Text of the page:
This post was originally posted on my dev.to account. It was migrated here for archival purposes. Checkout the original post for all kinds of awesome Linux discussions.

I wanted to list a few utilities that either help my productivity on Linux or make working in Linux more pleasant in some way.

I really enjoy setting up tools so that they’re easier to use when I use them — so instead of just saying “this tool is great”, it’s also worth noting how some tools can be very powerful once you spend the time to set them up, even if you don’t use them often.

You might notice that most of these are terminal based utilities. I primarily interact with Linux via the terminal and almost everything that’s not terminal based is just the usual cross-platform applications (Discord, Opera, Slack, VSCode, etc.) so I’m not mentioning any of those.

I asked the community for everyone’s recommendations.

NeoVIM

neovim text editor screenshot

From git messages to quick file changes (or full development), it’s totally worth setting up NeoVIM with at least syntax highlighting. I often reach for VIM when I don’t want to bother opening VSCode or when VSCode is just too much for a quick edit.

Why NeoVIM and not VIM? NeoVIM retains full backward compatibility with VIM and exposes some new features. Either one works! 🙂

ZSH

zsh shell screenshot

I’ve had my bash config setup just the way I liked it but recently switched to ZSH. Why?

  1. it’s quick and easy to setup
  2. you don’t have to be a power user to take advantage of it
  3. zsh command highlighting makes things easier to read
  4. theme support is much better than bash/terminal theme support
  5. lots of plugins

Make sure to check out oh-my-zsh which gives you the theme support and plugin support.

nmtui

nmtui network manager screenshot

A TUI (terminal UI) for network management. I reach for it more so than any other built-in utilities because of how simple and straightforward it is. For some reason, I also trust it more. When a GUI network manager freezes, I’m always paranoid that the GUI froze — not that the network manager is doing its job. With NMTUI, there’s more trust on my part for sure.

I know, I know, it looks like it’s from the 80s BUT, it allows you to manage all of your saved wifi settings, your ethernet connections, and so much more. It is fully-featured and lacking nothing as far as I can tell.

ncdu

ncdu disk usage utility screenshot

NCDU is a terminal UI (an ncurses UI to be more specific) for the du command. What does du do? du is a disk usage utility. What’s cool about ncdu is that it scans everything in a folder or on your system and allows you to explore your file system with all of the computed size values.

This is so useful when you’re trying to figure out what’s taking up so much space on your drive, or when you’re trying to delete the space hogs.

htop

htop process viewer screenshot

Another terminal utility. This one is an interactive process viewer. Think of it as your Activity Manager or Task Manager. It can filter, search, and sort through processes. It displays all of the relevant process information included full command path which started the process. This is so useful when trying to find runaway node processes.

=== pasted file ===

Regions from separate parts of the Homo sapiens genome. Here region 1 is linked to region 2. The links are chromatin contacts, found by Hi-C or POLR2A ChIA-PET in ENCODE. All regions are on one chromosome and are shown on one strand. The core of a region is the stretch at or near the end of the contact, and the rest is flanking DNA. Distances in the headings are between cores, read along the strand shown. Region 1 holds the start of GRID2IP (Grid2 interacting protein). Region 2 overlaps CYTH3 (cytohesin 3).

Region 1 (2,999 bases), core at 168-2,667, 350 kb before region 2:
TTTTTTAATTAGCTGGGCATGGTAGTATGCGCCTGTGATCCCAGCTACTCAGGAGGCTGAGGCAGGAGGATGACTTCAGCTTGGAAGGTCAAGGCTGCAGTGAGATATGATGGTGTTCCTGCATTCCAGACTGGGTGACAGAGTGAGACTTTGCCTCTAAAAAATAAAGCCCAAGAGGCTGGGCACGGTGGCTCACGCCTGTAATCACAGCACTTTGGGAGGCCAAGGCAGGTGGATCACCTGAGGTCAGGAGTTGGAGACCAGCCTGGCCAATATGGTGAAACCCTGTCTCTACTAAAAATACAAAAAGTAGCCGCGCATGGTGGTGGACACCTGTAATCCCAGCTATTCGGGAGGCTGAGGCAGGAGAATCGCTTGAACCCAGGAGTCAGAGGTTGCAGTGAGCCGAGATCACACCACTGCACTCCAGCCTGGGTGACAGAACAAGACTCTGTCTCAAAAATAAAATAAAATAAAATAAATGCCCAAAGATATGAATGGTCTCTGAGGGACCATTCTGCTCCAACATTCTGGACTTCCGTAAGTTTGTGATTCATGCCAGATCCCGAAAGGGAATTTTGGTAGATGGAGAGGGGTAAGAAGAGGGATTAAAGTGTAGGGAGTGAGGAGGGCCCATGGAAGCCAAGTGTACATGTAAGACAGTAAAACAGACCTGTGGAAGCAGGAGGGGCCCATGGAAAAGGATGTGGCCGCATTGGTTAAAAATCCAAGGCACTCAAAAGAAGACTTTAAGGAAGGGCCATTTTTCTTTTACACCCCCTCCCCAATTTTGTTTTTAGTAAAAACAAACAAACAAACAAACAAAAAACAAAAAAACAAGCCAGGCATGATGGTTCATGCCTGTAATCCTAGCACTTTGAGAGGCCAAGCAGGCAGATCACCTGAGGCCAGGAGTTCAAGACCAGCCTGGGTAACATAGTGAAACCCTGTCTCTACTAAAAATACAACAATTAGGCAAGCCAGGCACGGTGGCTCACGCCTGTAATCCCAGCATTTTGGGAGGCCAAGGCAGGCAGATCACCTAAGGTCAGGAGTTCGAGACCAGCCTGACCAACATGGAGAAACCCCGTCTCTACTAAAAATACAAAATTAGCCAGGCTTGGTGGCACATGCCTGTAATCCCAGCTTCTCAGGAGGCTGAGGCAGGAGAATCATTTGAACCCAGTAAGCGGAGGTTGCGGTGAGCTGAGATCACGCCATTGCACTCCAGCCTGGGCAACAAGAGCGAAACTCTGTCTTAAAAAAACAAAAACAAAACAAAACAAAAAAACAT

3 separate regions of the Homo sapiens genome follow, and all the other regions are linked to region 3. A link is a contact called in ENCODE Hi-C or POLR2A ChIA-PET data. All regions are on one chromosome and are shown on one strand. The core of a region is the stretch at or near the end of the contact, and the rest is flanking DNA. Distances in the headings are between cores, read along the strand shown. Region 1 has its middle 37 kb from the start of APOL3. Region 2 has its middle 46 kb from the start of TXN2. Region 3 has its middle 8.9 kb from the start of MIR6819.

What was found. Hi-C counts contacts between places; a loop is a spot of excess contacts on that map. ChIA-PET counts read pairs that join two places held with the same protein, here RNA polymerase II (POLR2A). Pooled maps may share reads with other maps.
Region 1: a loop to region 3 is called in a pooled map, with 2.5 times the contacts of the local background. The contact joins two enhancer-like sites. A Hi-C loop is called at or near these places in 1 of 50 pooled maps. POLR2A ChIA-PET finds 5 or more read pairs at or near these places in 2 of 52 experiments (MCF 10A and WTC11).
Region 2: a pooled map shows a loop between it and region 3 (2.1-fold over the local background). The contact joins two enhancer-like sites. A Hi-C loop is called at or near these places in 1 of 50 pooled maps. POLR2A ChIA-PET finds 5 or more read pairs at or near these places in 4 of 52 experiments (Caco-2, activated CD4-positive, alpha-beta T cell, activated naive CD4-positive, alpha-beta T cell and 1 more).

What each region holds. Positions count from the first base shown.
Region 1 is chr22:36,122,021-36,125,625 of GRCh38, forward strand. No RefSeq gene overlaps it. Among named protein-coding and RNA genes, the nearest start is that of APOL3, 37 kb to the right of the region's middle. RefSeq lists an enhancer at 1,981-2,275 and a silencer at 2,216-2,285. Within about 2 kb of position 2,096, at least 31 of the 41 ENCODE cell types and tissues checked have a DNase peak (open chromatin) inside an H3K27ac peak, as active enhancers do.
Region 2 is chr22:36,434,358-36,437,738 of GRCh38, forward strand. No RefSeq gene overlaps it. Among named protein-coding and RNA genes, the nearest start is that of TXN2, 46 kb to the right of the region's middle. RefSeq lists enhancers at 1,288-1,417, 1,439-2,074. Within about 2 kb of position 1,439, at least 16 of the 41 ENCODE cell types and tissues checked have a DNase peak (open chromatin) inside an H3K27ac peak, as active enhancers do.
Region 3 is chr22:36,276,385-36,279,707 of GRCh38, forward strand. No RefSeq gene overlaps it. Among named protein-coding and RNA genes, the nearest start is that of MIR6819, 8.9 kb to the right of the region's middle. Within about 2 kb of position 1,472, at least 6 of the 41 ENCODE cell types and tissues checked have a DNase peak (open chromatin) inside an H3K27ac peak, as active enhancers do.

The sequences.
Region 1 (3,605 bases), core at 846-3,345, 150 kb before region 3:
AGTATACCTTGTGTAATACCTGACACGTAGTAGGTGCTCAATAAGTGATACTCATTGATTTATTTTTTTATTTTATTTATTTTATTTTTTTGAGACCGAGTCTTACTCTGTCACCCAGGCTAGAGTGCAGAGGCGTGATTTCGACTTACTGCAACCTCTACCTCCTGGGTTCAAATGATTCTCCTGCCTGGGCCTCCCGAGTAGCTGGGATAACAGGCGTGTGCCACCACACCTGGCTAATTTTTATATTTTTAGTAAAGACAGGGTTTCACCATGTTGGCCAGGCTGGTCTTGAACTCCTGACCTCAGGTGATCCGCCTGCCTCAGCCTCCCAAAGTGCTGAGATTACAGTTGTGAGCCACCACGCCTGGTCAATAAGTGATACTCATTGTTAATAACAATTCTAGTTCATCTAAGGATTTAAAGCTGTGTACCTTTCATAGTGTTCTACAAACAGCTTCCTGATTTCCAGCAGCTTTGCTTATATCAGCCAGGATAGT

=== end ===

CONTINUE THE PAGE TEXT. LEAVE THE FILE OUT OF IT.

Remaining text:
You can then send commands to the processes but the only one I really use is the kill command to close stuck processes.

notify-send

notify-send terminal and notification example screenshot

notify-send is a utility that allows you to send notifications to yourself. This is super useful — so much so that I aliased it in my .bashrc:

alias lmk="notify-send 'Something happened!'"

Might seem useless but if you’re running a long-running process, it’s great to have a notification system that lets you know when it’s done. So I tend to use notify-send in conjunction with other commands, like npm install && lmk.

Rofi

rofi application launcher screenshot

Unlike others, this one isn’t a terminal application. This is an application launcher/window switcher/so much more. If you’re using something like i3, it is a perfect replacement for dmenu. If you’re using something else, it’s still a power tool.

What makes it special is that it handles command line utilities and GUI apps at the same time AND it’ll switch you over to a running instance of an app as well. On top of that, it’s insanely fast.

Other notable tools

I don’t want to go off to the deep end with every single tool I use so here are a few I’d check out:

  1. bat – an alternative to cat with syntax highlighting and better display of file contents. Install and alias it to cat
  2. notepadqq – inspired by the Windows-only Notepad++, a easy-to-use auto-draft-saving text editor
  3. emacs org-mode – Emacs is a powerful text editor and org-mode is a plain-text productivity/task-management tool
  4. conky – a desktop system monitoring tool – tells you CPU/RAM loads, active processes, etc. on your desktop
  5. Archey – a cool utility that tells about your machine. It was used to generate the screenshot at the top of this post

Note: If you use any of my screenshots for anything, please let me know and credit me somehow. Especially if it’s used as a texture for computer hacker monitors in a AAA video game

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